At the CRI Virtual Immunotherapy Patient Summit in October, patients and caregivers were eager to further their understanding of immunotherapy for ovarian cancer.
Kunle Odunsi, M.D., Ph.D., Chair of the Department of Gynecologic Oncology and the Executive Director of the Center for Immunotherapy at Roswell Park Comprehensive Cancer Center, led the ovarian cancer and immunotherapy breakout session.
We followed up with Dr. Odunsi after the event to discuss several more questions from attendees.
Why is ovarian cancer so difficult to treat with immunotherapy?
Dr. Odunsi: Ovarian cancer has developed several mechanisms by which it escapes from immune attack. The presence of immune cells that will fight off the cancer is not sufficient for immunotherapy to be effective in ovarian cancer. We also need to combat many of those mechanisms by which ovarian cancer suppresses anti-tumor immune response.
Given ovarian cancer is quite rare, what immunotherapy treatments are proving effective? When are they most used?
Dr. Odunsi: At the present time, there are no FDA-approved immunotherapy treatments for ovarian cancer. However, there are several ongoing clinical trials that are beginning to show that combinations of different immunotherapies, or immunotherapy with standard therapies, could be beneficial in ovarian cancer patients. Our real challenge is to identify biomarkers that will allow us to identify those patients that are mostly likely to derive benefits. This is an active area of investigation in ovarian cancer because it is clear to us that some patients can definitely derive benefit.
All the protocols for immunotherapy I have read exclude autoimmune disease. Does this mean that I will be excluded? Is there a way around this?
Dr. Odunsi: The reason for excluding autoimmune disease is that immunotherapy is turning the immune system against cancer cells and sometimes there could be collateral effect on normal tissues that could lead to autoimmune disease. For example, immune checkpoint inhibitors have been shown to cause some forms of autoimmune disease affecting the thyroid gland, the liver, the pancreas, the adrenal gland, and so on. This is why most protocols exclude autoimmune disease and to be put on to the protocol to discuss the nature and severity of your pre-existing autoimmune disease before going on any immunotherapy clinical trial.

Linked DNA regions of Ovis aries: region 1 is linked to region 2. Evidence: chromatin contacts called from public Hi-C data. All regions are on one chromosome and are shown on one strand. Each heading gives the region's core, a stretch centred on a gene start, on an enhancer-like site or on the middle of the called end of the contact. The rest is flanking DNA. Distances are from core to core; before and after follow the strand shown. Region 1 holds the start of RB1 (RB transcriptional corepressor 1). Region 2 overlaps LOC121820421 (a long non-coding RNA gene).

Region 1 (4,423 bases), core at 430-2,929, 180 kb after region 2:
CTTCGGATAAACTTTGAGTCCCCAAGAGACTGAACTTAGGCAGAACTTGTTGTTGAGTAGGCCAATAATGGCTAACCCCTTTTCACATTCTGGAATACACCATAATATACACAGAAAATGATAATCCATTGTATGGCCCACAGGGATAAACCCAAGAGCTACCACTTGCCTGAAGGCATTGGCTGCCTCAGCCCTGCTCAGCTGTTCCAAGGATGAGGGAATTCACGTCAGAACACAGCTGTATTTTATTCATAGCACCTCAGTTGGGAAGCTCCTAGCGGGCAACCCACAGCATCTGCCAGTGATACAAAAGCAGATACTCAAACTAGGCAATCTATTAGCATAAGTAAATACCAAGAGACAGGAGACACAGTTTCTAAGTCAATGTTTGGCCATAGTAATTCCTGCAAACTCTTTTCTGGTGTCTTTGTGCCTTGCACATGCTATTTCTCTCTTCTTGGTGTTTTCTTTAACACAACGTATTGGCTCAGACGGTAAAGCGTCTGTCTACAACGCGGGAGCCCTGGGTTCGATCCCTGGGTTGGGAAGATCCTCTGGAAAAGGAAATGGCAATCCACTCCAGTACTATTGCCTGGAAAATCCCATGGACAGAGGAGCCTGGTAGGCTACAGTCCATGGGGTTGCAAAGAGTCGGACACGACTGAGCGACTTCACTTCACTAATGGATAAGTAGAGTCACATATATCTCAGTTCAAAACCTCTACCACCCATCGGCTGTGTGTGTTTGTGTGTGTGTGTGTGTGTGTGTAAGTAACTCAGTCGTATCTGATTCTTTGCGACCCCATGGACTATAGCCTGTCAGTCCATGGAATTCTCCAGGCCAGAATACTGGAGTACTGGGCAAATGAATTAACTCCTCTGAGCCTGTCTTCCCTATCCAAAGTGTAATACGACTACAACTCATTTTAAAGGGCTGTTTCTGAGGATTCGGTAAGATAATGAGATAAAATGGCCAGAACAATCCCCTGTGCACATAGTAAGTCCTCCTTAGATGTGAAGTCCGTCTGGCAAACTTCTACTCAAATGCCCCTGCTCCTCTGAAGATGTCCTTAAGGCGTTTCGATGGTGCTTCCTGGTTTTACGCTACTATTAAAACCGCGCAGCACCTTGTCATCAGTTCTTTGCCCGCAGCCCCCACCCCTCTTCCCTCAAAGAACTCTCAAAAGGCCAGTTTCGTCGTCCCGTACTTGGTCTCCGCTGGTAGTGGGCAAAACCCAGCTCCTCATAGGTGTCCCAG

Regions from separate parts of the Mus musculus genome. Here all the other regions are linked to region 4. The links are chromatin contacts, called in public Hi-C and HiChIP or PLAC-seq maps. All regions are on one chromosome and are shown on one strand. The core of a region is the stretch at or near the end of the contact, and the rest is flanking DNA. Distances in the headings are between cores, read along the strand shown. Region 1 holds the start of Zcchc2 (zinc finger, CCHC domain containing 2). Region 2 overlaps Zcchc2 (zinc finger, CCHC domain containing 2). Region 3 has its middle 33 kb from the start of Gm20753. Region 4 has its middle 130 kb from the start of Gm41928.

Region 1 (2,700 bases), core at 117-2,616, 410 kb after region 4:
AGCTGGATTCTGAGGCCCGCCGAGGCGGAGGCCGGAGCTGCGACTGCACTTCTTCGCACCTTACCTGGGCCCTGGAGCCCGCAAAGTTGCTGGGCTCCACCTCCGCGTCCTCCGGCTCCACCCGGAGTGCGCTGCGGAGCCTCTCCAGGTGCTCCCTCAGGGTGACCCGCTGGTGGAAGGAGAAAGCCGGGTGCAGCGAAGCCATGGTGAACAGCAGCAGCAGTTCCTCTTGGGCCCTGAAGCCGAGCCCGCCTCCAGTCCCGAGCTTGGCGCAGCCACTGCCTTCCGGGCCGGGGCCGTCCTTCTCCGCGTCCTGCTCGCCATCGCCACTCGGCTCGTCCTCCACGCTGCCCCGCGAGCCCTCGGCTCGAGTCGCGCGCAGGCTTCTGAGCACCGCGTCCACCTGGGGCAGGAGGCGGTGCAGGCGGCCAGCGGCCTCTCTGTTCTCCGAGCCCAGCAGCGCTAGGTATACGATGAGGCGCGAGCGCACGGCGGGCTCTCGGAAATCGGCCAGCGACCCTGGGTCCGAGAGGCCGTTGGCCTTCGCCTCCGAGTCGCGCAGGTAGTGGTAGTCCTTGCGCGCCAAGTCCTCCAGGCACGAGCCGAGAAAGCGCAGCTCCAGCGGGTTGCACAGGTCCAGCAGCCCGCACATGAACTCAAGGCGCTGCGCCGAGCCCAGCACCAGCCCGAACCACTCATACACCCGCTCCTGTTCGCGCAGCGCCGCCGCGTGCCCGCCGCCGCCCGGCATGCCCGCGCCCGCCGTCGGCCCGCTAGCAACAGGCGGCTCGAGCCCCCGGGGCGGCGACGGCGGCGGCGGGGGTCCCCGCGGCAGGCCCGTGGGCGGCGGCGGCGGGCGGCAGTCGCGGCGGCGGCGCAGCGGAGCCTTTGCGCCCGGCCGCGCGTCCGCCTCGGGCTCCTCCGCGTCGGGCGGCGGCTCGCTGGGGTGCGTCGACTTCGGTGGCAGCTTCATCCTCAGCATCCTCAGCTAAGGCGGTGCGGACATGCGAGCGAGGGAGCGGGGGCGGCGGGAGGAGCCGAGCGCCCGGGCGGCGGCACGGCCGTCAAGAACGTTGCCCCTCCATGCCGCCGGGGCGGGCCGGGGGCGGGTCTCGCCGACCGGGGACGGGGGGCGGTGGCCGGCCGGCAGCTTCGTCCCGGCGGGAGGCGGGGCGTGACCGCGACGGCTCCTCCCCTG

How effective is the screening to determine whether a trial is expected to be effective to my particular type of ovarian cancer?
Dr. Odunsi: This is the whole area of biomarker development in order to identify patients who are more likely to derive benefit. There is ongoing work in this area but if I can illustrate with an example, patients whose tumors have evidence of microsatellite instability tend to benefit more from immune checkpoint inhibitors. Because the evidence for this was very strong, the FDA approved the use of immune checkpoint inhibitors for any cancer type where there is evidence of microsatellite instability. It is my hope that in the very near future we will be able to identify effective biomarkers for all types of ovarian cancers.
Is immunotherapy ever recommended as maintenance for "cured" ovarian cancer after chemotherapy?
Dr. Odunsi: As I explained during my presentation, there are different types of immunotherapies. At the present time, there is no approved type of immunotherapy for maintenance after remission in ovarian cancer. However, there are ongoing clinical trials testing whether the use of cancer vaccines can help extend remission rates in patients who have responded very well to their therapies. Any approach for maintenance has to be associated with minimal side effects and cancer vaccines could be a potential approach that leads to benefit but with reduced risk of side effects. There are also ongoing clinical trials testing whether immune checkpoint inhibitors can be used in the maintenance setting. The results of all of these approaches are still being awaited with great interest.
learn more about immunotherapy for ovarian cancer